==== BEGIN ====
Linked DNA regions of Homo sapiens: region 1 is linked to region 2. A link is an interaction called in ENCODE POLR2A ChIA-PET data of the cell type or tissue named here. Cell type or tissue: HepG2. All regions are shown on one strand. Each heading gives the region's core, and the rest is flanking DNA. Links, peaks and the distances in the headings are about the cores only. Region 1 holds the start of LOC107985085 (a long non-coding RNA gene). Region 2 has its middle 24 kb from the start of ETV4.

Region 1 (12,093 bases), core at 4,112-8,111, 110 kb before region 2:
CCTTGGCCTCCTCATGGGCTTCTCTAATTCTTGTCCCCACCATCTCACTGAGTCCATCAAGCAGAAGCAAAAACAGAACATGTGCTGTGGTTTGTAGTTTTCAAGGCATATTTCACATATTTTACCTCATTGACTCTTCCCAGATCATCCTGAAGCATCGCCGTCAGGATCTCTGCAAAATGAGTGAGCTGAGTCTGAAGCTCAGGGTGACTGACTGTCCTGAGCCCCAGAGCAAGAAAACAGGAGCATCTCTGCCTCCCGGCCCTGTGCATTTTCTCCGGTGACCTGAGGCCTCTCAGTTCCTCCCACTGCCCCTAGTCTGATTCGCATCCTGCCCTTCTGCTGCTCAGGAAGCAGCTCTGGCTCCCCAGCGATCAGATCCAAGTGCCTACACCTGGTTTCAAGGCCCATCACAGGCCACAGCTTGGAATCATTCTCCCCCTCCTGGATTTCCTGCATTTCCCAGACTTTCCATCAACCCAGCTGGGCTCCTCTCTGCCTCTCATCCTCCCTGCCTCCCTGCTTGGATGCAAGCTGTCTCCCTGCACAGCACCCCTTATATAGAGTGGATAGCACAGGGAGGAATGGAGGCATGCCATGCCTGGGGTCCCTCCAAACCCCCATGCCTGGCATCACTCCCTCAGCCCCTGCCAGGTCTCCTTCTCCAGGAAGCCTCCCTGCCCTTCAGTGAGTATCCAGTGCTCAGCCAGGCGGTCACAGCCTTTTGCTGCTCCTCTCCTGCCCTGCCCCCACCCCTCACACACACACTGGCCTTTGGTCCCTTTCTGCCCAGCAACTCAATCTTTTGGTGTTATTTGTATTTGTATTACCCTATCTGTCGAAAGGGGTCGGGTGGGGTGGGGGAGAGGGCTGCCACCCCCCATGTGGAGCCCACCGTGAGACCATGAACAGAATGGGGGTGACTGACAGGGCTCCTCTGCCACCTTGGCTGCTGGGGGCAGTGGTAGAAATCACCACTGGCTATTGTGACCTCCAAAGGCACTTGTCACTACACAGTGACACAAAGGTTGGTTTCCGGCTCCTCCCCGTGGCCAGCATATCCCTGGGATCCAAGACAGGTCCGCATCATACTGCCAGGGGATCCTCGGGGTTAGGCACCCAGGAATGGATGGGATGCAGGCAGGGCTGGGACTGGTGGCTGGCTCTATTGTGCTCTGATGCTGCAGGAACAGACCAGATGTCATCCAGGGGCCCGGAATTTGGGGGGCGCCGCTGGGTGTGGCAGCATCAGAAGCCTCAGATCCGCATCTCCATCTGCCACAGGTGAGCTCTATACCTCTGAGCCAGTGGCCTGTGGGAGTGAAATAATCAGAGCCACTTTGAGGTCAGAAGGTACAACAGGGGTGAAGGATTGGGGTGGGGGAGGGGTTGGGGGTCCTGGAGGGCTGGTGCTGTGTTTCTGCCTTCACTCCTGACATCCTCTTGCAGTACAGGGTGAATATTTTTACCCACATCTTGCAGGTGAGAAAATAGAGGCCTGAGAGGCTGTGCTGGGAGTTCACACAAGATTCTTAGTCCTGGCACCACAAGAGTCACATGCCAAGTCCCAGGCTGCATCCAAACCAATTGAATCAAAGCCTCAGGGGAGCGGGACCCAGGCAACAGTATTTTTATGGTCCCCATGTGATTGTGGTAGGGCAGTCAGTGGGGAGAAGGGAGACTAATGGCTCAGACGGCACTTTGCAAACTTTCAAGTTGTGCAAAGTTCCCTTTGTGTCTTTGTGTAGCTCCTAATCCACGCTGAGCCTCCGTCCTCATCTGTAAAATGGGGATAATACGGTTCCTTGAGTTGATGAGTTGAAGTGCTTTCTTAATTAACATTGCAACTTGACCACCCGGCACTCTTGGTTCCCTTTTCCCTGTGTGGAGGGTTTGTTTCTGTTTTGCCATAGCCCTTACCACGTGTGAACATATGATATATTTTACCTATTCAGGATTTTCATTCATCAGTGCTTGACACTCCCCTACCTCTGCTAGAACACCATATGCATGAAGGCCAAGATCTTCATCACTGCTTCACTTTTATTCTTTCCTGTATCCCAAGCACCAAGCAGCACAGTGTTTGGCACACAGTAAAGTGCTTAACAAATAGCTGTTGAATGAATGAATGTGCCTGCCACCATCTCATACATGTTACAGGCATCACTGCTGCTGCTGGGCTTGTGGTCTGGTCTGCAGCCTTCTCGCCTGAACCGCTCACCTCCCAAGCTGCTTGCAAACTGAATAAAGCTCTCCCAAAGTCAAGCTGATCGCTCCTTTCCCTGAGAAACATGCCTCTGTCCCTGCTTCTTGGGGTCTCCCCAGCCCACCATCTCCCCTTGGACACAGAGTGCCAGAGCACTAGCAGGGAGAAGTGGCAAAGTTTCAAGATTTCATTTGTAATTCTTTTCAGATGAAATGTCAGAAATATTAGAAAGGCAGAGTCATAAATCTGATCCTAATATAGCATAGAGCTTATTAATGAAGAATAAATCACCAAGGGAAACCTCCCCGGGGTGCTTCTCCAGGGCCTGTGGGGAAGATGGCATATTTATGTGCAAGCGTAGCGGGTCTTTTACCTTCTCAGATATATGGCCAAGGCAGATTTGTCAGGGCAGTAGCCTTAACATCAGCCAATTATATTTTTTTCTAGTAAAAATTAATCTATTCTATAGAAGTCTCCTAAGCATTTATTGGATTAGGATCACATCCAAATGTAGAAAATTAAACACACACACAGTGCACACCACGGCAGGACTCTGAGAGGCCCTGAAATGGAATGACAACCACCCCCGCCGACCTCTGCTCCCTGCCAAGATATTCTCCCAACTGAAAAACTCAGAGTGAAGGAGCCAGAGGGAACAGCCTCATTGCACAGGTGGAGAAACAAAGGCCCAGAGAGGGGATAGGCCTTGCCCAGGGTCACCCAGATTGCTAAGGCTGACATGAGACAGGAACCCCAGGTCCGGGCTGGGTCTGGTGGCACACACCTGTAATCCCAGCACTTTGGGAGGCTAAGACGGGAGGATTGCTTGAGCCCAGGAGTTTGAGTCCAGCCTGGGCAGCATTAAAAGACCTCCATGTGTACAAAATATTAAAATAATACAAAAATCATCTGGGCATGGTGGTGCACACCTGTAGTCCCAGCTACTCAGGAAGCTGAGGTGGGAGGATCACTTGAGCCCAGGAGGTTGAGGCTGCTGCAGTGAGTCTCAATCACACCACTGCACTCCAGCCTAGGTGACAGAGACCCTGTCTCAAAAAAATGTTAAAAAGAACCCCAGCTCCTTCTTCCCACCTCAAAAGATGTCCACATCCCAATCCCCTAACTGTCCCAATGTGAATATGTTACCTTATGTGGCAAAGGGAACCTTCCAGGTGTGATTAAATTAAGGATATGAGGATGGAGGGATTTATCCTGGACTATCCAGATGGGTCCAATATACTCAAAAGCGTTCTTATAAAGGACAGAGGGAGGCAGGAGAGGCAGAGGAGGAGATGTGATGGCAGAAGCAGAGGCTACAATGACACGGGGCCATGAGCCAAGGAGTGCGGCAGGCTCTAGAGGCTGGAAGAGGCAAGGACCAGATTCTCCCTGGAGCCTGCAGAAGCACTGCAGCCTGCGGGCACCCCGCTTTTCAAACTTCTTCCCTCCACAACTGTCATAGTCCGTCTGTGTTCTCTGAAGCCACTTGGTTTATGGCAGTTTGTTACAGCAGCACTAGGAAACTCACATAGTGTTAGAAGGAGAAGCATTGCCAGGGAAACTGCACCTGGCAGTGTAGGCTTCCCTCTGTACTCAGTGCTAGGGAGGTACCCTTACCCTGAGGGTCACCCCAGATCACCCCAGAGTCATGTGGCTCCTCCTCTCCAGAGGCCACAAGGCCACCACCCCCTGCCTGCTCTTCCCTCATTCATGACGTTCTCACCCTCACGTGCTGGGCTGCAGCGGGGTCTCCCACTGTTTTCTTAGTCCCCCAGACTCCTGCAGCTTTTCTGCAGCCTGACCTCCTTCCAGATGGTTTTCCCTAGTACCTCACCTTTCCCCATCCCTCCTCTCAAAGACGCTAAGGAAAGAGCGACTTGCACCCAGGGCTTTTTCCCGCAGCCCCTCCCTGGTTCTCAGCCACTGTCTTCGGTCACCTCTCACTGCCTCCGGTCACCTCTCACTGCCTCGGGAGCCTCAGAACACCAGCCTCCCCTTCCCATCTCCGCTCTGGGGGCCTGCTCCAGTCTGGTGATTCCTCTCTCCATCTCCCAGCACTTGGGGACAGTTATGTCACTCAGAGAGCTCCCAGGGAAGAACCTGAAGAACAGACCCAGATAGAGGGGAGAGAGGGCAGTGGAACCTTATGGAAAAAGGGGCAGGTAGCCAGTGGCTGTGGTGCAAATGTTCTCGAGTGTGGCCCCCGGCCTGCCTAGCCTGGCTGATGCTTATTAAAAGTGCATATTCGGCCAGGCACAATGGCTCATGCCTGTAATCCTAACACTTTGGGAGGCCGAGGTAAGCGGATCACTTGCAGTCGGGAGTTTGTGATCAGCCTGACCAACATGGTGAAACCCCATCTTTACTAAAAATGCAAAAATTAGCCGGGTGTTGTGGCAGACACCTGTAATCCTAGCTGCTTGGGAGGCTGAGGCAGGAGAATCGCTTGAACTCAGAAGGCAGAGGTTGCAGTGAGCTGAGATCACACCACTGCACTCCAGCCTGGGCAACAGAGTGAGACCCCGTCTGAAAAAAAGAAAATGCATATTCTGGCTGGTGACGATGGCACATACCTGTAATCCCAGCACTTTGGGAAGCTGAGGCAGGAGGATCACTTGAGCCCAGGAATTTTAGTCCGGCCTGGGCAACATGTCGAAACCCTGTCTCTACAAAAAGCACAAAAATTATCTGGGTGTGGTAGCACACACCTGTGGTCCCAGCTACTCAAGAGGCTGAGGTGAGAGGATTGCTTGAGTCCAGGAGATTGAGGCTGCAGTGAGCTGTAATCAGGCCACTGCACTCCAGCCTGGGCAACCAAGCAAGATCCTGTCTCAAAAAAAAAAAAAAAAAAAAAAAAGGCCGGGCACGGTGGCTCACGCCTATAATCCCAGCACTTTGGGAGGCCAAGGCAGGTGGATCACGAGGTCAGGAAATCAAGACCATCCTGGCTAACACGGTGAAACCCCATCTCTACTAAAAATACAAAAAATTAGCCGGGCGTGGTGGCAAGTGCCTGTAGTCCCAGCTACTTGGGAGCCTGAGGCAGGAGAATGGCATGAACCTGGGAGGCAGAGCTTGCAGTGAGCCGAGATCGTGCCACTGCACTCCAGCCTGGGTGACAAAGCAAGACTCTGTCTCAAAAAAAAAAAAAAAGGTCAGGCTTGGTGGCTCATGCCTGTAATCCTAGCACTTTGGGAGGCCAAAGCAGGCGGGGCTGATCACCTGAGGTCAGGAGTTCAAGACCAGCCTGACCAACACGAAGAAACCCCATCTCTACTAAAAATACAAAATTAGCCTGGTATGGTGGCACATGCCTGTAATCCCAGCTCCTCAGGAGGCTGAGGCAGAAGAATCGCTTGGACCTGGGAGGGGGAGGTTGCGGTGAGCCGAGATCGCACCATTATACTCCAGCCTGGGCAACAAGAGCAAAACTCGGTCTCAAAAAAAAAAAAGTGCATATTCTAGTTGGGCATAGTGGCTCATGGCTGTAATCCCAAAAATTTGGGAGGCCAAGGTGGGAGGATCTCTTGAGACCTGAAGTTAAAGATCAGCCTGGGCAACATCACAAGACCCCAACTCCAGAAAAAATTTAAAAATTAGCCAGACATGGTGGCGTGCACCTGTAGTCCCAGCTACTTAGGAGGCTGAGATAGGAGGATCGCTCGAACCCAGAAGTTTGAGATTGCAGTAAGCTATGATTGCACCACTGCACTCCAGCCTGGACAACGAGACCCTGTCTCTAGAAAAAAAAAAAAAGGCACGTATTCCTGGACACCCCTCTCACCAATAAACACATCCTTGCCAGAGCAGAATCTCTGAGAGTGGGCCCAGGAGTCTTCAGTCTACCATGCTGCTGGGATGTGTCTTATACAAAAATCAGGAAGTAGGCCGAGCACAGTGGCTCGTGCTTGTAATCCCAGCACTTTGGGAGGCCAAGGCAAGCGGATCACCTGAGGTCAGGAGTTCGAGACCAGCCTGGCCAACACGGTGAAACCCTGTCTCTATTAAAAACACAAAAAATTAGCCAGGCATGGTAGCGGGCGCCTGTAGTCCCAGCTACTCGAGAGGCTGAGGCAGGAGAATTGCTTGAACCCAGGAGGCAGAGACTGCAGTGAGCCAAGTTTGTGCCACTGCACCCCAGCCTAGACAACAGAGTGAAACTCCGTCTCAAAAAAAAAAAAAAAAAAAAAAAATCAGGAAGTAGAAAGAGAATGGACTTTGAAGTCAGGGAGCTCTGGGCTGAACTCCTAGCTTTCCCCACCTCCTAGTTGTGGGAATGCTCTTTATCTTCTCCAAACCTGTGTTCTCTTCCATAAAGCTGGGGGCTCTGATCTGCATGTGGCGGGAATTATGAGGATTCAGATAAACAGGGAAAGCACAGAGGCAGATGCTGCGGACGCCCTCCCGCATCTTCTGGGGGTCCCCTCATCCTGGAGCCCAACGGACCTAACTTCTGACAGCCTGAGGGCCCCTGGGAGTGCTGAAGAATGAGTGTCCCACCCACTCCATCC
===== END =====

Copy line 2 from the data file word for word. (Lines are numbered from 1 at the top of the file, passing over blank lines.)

Region 1 (12,093 bases), core at 4,112-8,111, 110 kb before region 2: